A podcast interview is in progress. You ask a question, and your guest goes silent. Pin drop silence.
Ever found yourself in this situation?
Interview based podcasts are an extremely engaging kind of podcasts…so long as you don’t hit that awkward silence.
One of the biggest reasons this happens is when you’ve run out of topics for the podcast interview, or if you are just wondering how to ask a question in such a way that the guest finds it interesting.
If you’ve listened to The Design Your Thinking Podcast, you probably understand how much I am interested in having deep conversations with my guests. I also wrote an article about how going deep in your podcast interviews can improve engagement. But I’m not the only one who’s so interested in this topic. Driven by this interest to understand that one ‘super question’ other podcasters use, I recently asked several podcasters one question:
What is *one* podcast interview question you really love asking? Why?
I have a deep love for great questions, and as I described in this article, two of the ingredients of great podcast interviews are great questions and rapport. To understand that *one* question that people use to have great podcast interviews, I asked one question to the members in the Podcast Movement community on Facebook and also in a couple of podcaster communities and forums.
“What is *one* podcast interview question you really love asking? Why?”
The result was over 150 podcasters sharing the favorite podcast interview questions.
In this article, I just want to share 19 of my favorite questions and also a 5-step process to come up with great podcast interview questions. You can find the complete list inside the ‘resources’ section of Free Your Voice, my free podcasting course.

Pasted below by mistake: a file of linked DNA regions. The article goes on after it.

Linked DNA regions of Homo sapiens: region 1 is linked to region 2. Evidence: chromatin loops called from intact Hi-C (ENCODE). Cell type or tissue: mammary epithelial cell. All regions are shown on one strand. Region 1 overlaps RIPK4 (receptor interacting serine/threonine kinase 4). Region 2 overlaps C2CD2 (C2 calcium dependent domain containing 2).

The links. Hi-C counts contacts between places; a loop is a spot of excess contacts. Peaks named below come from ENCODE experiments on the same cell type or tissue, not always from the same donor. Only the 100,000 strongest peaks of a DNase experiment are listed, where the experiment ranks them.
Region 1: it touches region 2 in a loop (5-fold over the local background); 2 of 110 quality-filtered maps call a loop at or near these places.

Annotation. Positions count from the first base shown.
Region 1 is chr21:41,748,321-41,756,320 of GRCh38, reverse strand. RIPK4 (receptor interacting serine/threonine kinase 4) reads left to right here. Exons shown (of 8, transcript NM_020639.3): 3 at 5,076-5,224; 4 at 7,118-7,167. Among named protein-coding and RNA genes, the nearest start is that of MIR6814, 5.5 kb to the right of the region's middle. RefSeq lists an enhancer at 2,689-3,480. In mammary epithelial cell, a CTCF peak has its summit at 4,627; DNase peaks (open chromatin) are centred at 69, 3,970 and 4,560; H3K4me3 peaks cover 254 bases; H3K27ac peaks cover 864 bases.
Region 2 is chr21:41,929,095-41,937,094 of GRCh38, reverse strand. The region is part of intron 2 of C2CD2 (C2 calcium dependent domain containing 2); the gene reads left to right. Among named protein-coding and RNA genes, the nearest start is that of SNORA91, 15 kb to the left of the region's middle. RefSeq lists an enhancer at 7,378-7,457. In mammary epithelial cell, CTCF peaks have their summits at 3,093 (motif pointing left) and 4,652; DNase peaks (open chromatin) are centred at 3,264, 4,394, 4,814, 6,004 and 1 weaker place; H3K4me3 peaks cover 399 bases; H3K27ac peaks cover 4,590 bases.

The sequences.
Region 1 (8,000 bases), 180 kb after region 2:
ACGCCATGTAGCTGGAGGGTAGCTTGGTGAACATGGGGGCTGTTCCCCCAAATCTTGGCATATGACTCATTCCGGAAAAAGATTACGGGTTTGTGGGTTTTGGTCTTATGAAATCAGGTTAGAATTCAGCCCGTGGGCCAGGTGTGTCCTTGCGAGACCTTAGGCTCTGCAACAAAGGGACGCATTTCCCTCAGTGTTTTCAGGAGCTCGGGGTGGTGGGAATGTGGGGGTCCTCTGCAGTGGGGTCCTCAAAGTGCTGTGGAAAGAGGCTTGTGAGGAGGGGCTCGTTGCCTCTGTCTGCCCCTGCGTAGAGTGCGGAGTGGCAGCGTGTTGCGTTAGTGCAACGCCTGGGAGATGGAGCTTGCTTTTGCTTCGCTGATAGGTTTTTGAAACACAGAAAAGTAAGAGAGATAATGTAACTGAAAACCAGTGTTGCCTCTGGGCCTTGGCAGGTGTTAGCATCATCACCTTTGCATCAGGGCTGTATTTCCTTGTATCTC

I hope you find these questions useful, but more importantly, I hope you put them to good use.
Table of Contents
- Podcast Interview Questions – Part 1
- Podcast Interview Questions – Part 2
- How to craft great podcast interview questions?
To make this list usable, I suggest you write them down (not copy+paste into a text document) and reflect how this might be usable in your show. Next, write down the possible paths it could lead you to, with your kind of guests.
Remember, not all of these are suitable for every kind of show. Please make sure you only pick the ones that your listeners will want to ask your guests.
To make it a little easier on your eyes, let me split the list into two parts.
Podcast Interview Questions – Part 1
- What’s something people seem to misunderstand about you?
- What should I ask you that I didn’t know enough to ask? (Living After Faith Podcast)
- Show me on the doll where he touched you. (In the Gutter Podcast)
- Tell me about a patient that touched your heart, and tell me about a patient that changed your practice.
- What makes you feel inspired or like your best self? (The Free Verse Podcast)
- What is one thing that your program did for your client that you didn’t expect? (Living Success – Life Without Limits Podcast)
- If you could have a billboard with anything on it, what would it be and why? (Titanium Blonde Talks Podcast)
- If you could turn back the time and talk to your 18-year old self, what would you tell him/her? (The Superhuman Podcast)
- If in 150 years sciences fail to save us & all that is left is a book about your life…What would the title be and what would the blurb tell us about “INSERT NAME”. (Find Your Voice Podcast)
- What does being Ridiculously Human mean to you? (The Ridiculously Human Podcast)
If you could have a billboard with anything on it, what would it be and why?’ – What would your answer be to a question like this? @Titanium_Blonde #podcasting #podcasts #questions
- If you had £100million to spend on health tech and no red tape, how would you spend it? (eGPlearning Podblast)
- What’s the most important thing you’ve learned in your life? What was your life like before learning it? What was your life like after learning it? (American Slacker Podcast)
- What is your best tip for making the world a better place? (Heja Framtiden)
- If you can do anything to improve health and healthcare in rural America, what would you do? (The Rural Health Voice)
- If I could remove all barriers and constraints what project would you do and would you want to be known only by that project? (KDOI | Art Talk and Projects Podcast)
- What is the best compliment you have ever received?
- How would your parents describe what you do for a living? (Tapping Q & A Podcast)
- If you could have dinner with any 3 people dead or alive who would it be and why? (CraigCast Podcast)
- What would you pick for the last meal?
How would your parents describe what you do for a living?’. What would your answer be to a question like this? @tappingqanda #podcasting #podcasts #questions